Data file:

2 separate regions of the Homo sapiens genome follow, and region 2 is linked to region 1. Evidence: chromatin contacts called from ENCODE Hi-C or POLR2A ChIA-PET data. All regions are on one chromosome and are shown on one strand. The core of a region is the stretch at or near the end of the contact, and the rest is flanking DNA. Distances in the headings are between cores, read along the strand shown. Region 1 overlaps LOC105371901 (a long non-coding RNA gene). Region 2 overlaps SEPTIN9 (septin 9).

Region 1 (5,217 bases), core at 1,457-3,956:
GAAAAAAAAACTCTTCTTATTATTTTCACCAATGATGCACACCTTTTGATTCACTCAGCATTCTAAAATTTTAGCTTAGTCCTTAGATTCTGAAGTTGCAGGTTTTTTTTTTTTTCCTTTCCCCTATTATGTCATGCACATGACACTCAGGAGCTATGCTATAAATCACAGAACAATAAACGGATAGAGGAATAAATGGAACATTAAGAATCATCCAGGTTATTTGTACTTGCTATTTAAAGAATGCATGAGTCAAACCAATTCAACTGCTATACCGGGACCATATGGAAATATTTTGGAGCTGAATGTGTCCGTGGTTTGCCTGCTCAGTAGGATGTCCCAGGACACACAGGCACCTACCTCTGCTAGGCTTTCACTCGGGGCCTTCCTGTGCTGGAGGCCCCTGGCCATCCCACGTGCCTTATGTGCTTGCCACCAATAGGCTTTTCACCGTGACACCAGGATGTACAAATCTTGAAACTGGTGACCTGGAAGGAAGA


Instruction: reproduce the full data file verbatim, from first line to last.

2 separate regions of the Homo sapiens genome follow, and region 2 is linked to region 1. Evidence: chromatin contacts called from ENCODE Hi-C or POLR2A ChIA-PET data. All regions are on one chromosome and are shown on one strand. The core of a region is the stretch at or near the end of the contact, and the rest is flanking DNA. Distances in the headings are between cores, read along the strand shown. Region 1 overlaps LOC105371901 (a long non-coding RNA gene). Region 2 overlaps SEPTIN9 (septin 9).

Region 1 (5,217 bases), core at 1,457-3,956:
GAAAAAAAAACTCTTCTTATTATTTTCACCAATGATGCACACCTTTTGATTCACTCAGCATTCTAAAATTTTAGCTTAGTCCTTAGATTCTGAAGTTGCAGGTTTTTTTTTTTTTCCTTTCCCCTATTATGTCATGCACATGACACTCAGGAGCTATGCTATAAATCACAGAACAATAAACGGATAGAGGAATAAATGGAACATTAAGAATCATCCAGGTTATTTGTACTTGCTATTTAAAGAATGCATGAGTCAAACCAATTCAACTGCTATACCGGGACCATATGGAAATATTTTGGAGCTGAATGTGTCCGTGGTTTGCCTGCTCAGTAGGATGTCCCAGGACACACAGGCACCTACCTCTGCTAGGCTTTCACTCGGGGCCTTCCTGTGCTGGAGGCCCCTGGCCATCCCACGTGCCTTATGTGCTTGCCACCAATAGGCTTTTCACCGTGACACCAGGATGTACAAATCTTGAAACTGGTGACCTGGAAGGAAGA